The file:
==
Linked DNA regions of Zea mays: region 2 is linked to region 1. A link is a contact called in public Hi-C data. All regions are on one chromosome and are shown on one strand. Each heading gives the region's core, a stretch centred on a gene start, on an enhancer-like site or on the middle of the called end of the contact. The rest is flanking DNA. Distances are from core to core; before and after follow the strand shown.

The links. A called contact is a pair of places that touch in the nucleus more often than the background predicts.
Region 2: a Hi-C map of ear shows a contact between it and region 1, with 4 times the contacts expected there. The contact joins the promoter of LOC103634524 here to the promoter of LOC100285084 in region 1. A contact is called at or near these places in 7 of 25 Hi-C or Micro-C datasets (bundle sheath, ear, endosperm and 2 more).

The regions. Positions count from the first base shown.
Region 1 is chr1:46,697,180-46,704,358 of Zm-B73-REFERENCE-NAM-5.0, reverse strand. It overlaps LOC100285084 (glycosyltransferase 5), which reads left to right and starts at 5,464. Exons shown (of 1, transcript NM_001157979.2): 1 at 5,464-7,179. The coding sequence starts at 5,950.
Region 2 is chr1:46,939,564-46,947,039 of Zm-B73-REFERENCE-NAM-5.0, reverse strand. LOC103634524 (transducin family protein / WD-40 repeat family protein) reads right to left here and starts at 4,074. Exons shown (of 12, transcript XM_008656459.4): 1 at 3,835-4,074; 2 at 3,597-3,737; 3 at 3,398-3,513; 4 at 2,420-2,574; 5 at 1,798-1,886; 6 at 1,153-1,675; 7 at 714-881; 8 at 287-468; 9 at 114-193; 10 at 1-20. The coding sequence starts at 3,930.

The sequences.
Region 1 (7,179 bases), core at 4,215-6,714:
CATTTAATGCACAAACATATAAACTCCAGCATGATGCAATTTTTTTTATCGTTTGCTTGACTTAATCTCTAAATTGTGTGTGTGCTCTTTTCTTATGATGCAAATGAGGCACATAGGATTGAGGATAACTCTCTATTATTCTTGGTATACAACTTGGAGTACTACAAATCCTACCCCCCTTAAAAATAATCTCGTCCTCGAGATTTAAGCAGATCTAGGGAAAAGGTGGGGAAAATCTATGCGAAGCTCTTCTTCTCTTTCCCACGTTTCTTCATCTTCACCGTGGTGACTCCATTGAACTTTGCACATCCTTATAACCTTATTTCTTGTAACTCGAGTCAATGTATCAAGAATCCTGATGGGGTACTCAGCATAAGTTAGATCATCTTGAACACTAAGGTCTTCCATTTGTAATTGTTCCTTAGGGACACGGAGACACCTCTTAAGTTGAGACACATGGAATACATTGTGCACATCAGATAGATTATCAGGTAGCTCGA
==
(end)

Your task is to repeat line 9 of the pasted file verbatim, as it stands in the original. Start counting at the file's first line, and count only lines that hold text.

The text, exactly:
CATTTAATGCACAAACATATAAACTCCAGCATGATGCAATTTTTTTTATCGTTTGCTTGACTTAATCTCTAAATTGTGTGTGTGCTCTTTTCTTATGATGCAAATGAGGCACATAGGATTGAGGATAACTCTCTATTATTCTTGGTATACAACTTGGAGTACTACAAATCCTACCCCCCTTAAAAATAATCTCGTCCTCGAGATTTAAGCAGATCTAGGGAAAAGGTGGGGAAAATCTATGCGAAGCTCTTCTTCTCTTTCCCACGTTTCTTCATCTTCACCGTGGTGACTCCATTGAACTTTGCACATCCTTATAACCTTATTTCTTGTAACTCGAGTCAATGTATCAAGAATCCTGATGGGGTACTCAGCATAAGTTAGATCATCTTGAACACTAAGGTCTTCCATTTGTAATTGTTCCTTAGGGACACGGAGACACCTCTTAAGTTGAGACACATGGAATACATTGTGCACATCAGATAGATTATCAGGTAGCTCGA